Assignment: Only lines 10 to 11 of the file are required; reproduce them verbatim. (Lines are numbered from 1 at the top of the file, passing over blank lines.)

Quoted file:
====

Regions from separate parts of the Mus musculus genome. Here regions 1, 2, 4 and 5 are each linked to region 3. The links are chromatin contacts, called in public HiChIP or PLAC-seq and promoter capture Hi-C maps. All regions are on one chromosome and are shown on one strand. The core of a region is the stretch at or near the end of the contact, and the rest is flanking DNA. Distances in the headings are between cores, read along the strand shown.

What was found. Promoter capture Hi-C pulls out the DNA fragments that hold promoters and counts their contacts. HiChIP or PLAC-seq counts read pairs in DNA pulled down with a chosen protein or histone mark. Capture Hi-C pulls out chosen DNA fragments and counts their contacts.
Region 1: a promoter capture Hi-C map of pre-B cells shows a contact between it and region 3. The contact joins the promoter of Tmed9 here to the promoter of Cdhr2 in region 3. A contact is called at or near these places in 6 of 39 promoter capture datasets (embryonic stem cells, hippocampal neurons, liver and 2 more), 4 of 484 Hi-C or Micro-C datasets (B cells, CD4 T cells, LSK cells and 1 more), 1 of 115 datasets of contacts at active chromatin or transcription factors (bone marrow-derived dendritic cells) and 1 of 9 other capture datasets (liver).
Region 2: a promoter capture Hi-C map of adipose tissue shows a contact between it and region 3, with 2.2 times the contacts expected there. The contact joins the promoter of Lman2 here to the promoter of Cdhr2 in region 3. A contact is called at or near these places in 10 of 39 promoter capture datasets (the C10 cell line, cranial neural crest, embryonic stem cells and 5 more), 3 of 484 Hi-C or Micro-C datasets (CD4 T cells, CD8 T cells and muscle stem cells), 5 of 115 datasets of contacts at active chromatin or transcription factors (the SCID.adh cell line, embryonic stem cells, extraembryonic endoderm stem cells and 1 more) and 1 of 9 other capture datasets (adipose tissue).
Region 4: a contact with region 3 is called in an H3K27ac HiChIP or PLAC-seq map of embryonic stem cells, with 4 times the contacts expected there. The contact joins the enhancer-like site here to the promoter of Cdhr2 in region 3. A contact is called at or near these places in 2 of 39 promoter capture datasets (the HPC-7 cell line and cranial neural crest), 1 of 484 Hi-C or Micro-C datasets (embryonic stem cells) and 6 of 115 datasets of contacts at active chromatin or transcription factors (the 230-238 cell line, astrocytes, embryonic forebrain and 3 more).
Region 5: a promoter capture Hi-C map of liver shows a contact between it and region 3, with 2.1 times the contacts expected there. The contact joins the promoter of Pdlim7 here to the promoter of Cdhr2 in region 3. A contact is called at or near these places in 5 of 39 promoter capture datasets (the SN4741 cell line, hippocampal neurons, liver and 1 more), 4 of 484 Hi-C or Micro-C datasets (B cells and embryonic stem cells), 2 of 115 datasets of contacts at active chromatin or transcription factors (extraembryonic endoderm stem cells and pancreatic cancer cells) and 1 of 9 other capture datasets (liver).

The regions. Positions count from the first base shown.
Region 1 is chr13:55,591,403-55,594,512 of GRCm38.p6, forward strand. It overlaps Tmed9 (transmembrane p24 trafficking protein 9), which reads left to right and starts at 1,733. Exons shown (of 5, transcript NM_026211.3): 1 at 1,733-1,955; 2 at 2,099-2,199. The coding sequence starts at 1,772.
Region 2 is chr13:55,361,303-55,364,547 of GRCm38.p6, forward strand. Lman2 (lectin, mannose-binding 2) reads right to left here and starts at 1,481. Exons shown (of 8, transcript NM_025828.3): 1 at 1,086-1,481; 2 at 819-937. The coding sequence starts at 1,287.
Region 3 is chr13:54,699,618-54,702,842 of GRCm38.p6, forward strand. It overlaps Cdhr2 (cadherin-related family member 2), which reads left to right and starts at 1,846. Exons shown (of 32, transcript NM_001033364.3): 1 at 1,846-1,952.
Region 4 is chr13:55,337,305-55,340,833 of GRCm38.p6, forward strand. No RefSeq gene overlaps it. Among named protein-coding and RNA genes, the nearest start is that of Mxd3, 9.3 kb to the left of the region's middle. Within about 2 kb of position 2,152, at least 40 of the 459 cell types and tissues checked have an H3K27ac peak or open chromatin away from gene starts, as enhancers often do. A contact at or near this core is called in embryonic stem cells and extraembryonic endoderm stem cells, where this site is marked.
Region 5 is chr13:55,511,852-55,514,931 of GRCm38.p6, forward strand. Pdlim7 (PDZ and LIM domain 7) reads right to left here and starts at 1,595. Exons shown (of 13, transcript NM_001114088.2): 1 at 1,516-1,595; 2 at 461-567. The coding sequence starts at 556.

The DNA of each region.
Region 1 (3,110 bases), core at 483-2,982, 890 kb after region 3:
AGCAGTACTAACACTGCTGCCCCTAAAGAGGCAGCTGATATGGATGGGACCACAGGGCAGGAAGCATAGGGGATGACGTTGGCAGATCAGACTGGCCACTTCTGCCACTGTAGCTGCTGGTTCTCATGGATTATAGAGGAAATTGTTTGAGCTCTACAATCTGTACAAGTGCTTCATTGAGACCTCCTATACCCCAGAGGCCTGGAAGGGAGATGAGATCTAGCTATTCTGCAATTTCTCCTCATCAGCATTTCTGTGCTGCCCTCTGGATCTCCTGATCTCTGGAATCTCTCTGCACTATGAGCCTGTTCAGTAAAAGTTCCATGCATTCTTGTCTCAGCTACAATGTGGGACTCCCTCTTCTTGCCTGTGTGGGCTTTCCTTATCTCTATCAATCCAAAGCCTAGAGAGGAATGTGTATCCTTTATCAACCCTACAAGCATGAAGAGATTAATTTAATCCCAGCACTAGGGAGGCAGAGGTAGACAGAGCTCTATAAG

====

Region 3 is chr13:54,699,618-54,702,842 of GRCm38.p6, forward strand. It overlaps Cdhr2 (cadherin-related family member 2), which reads left to right and starts at 1,846. Exons shown (of 32, transcript NM_001033364.3): 1 at 1,846-1,952.
Region 4 is chr13:55,337,305-55,340,833 of GRCm38.p6, forward strand. No RefSeq gene overlaps it. Among named protein-coding and RNA genes, the nearest start is that of Mxd3, 9.3 kb to the left of the region's middle. Within about 2 kb of position 2,152, at least 40 of the 459 cell types and tissues checked have an H3K27ac peak or open chromatin away from gene starts, as enhancers often do. A contact at or near this core is called in embryonic stem cells and extraembryonic endoderm stem cells, where this site is marked.